TheMedicalPodcast.com | Why are medical devices protected by patent law while medical procedures are exempt? And what about the government’s use of compulsory licenses to force pharmaceutical companies to produce certain drugs like CIPRO. These are two medical-related examples in a long list of arcane exceptions and arbitrary details written in to intellectual property (IP) law. It is commonly believed that IP rights, such as patents, copyrights, and trademarks are necessary to foster innovation and protect the interests of the people and companies that create new products and ideas. Patent attorney Stephan Kinsella of the Mises Institute, holds an opposite view, and in this podcast with Michael Ostrolenk, discusses the growing movement that views IP law as not only anti-competitive and a barrier to innovation, but also as incompatible with true property rights. Michael and Stephan also talk about the evolution of IP from laws like the 1709 Statute of Queen Ann, an attempt by the monarchy to control the output of book printers, the influence of which carried into the copyright and patent provisions in the U.S. Constitution.... - [More]Posted: March 13, 2011 in Articles, Audio
QuestionCopyright.org | There is one group of people not shocked by the record industry’s policy of suing randomly chosen file sharers: historians of copyright. They already know what everyone else is slowly finding out: that copyright was never primarily about paying artists for their work, and that far from being designed to support creators, copyright was designed by and for distributors — that is, publishers, which today includes record companies. But now that the Internet has given us a world without distribution costs, it no longer makes any sense to restrict sharing in order to pay for centralized distribution. Abandoning copyright is now not only possible, but desirable. Both artists and audiences would benefit, financially and aesthetically. In place of corporate gatekeepers determining what can and can’t be distributed, a much finer-grained filtering process would allow works to spread based on their merit alone. We would see a return to an older and richer cosmology of creativity, one in which copying and borrowing openly from others’ works is simply a normal part of the creative process, a way of acknowledging one’s sources and of improving on what has come before. And the old canard that artists need copyright to earn a living would be revealed as the pretense it has always been. ... - [More]Posted: September 4, 2010 in Articles, Videos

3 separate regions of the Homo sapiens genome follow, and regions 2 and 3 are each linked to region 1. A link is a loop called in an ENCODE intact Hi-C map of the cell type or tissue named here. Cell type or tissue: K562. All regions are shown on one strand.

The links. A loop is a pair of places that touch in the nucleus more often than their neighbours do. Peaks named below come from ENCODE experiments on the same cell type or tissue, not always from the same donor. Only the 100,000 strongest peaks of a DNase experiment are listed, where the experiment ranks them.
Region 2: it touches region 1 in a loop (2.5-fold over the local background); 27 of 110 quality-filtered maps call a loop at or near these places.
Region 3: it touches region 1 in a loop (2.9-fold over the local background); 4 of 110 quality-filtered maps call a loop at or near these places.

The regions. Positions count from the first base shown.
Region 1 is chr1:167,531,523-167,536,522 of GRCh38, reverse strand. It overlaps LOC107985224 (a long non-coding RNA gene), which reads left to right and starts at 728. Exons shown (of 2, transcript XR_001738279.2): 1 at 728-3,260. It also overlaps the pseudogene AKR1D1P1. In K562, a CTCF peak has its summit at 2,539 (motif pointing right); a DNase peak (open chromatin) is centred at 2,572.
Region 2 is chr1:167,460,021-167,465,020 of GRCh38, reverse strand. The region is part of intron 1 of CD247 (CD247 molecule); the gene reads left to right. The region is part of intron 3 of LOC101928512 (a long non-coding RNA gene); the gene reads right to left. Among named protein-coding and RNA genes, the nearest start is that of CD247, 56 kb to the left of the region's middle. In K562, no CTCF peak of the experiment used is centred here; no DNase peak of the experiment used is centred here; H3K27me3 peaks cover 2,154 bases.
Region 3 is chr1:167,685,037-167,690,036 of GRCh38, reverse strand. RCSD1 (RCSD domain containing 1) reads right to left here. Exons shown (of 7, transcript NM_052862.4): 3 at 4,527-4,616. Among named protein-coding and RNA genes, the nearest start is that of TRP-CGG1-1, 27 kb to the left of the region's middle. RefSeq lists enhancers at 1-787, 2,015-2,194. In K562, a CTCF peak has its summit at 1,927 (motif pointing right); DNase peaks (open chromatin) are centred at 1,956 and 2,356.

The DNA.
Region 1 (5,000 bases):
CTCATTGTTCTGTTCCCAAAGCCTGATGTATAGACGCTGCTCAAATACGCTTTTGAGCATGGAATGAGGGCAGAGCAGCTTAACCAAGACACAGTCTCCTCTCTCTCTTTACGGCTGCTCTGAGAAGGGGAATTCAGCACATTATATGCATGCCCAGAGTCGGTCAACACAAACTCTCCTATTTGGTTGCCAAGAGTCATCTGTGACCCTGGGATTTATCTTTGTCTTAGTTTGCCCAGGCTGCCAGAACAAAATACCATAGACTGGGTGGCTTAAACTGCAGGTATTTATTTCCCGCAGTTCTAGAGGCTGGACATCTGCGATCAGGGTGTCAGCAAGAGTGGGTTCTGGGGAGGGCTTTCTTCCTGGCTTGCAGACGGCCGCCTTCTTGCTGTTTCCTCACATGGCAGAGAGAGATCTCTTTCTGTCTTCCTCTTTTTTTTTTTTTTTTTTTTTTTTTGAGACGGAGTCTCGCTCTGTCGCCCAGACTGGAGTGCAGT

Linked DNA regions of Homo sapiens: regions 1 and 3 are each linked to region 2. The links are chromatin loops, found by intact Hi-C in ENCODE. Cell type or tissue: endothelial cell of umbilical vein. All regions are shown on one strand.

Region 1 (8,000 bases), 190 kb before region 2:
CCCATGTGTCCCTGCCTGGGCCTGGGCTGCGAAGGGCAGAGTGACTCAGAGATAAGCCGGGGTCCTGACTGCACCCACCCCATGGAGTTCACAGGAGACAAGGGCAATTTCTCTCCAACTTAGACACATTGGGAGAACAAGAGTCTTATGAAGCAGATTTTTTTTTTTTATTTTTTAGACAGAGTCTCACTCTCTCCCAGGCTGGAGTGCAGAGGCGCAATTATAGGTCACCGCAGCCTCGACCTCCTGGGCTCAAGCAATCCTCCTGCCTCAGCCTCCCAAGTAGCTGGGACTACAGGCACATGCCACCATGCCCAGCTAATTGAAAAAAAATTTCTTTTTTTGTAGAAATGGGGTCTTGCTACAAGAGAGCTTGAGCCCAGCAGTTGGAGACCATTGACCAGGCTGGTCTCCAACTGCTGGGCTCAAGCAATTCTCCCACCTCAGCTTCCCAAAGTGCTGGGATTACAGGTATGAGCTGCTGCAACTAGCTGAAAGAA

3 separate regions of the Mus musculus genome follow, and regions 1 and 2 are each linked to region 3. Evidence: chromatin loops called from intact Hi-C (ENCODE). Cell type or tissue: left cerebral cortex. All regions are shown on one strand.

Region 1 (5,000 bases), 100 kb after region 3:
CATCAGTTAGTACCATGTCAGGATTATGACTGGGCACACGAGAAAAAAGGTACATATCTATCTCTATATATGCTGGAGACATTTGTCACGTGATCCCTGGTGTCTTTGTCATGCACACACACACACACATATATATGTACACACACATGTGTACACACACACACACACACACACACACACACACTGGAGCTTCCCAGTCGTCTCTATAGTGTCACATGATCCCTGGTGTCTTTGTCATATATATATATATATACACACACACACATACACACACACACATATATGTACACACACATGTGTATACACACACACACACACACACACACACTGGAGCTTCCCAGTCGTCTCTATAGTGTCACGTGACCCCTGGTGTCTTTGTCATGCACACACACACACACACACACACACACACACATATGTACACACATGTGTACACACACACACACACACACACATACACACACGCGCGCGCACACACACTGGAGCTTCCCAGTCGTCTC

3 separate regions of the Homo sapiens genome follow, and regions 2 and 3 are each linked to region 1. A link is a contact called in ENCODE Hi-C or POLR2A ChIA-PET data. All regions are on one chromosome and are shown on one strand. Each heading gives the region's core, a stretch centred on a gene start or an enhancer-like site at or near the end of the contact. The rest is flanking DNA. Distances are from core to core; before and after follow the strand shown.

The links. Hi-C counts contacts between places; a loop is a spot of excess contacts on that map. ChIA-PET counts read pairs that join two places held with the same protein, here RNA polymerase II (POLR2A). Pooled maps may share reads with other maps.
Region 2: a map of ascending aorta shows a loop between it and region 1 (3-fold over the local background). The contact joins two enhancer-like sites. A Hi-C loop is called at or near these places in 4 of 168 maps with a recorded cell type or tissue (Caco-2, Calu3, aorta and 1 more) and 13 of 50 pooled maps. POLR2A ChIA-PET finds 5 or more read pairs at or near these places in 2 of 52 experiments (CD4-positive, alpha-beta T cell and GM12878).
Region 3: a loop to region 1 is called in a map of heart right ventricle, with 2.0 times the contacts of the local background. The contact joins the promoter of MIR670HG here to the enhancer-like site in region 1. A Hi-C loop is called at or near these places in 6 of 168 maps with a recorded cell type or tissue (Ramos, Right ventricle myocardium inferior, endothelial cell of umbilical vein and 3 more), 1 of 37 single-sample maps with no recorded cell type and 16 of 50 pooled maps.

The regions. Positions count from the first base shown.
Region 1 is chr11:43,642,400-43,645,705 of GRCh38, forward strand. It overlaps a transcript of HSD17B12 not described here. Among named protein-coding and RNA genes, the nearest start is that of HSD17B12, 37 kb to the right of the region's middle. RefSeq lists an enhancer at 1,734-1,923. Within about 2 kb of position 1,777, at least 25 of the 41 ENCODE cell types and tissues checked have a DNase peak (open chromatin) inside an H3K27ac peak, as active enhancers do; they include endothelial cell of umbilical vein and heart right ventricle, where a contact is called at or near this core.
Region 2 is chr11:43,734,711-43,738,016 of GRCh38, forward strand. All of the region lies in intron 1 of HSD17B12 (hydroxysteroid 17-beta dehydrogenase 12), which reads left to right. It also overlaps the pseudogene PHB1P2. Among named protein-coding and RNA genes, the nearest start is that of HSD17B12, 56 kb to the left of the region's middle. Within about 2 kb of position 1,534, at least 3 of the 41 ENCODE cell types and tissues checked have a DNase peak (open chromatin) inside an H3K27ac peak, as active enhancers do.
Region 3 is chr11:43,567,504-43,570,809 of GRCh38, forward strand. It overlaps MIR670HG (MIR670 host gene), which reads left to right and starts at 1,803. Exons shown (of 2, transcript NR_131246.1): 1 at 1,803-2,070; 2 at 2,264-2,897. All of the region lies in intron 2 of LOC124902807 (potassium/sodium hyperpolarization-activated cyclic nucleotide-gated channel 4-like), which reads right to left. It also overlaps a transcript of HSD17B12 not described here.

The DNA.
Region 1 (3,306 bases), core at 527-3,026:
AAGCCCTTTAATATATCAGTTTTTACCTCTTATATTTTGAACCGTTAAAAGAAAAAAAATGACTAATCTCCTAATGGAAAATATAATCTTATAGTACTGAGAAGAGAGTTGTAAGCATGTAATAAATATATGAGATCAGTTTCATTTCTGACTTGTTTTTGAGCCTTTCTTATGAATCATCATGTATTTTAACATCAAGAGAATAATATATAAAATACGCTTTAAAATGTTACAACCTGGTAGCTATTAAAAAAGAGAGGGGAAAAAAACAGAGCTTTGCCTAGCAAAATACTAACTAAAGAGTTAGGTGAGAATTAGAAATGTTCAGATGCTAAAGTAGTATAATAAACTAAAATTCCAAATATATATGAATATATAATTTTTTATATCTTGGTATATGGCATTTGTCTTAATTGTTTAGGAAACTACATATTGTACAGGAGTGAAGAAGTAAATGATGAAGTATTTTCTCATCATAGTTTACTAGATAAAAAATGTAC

“Sita Sings the Blues” was released in 2008 only after long negotiations with the copyright holders of the 80-year-old songs recorded by Annette Hanshaw. Following the experience of almost having her film blocked from distribution, Nina Paley released it freely under a Creative Commons Attribution-ShareAlike license, and now devotes a significant portion of her time to free culture activism. She is Artist in Residence at the non-profit QuestionCopyright.org.... - [More]Posted: in Movies
My topic was “Ideas are Free: The Case Against Intellectual Property,” though a better title might be something like “Ideas Are Not Property: The Libertarian IP Mistake and the Structure of Human Action.”... - [More]Posted: June 21, 2010 in Audio, Videos
TechDirt.com | Could you make the argument that by restricting the use of certain resources and restricting freedom of expression, those laws lead to unethical limitations? Put another way, if intellectual property is causing actual harm, then you could make the claim that there is a moral issue in discussing them — in that the laws of intellectual property, by themselves, are immoral. That is, if taking away IP causes no direct harm, then there’s no moral issue to discuss. But, if leaving them in place does cause harm, then that is a moral issue worth considering. ... - [More]Posted: June 13, 2010 in Videos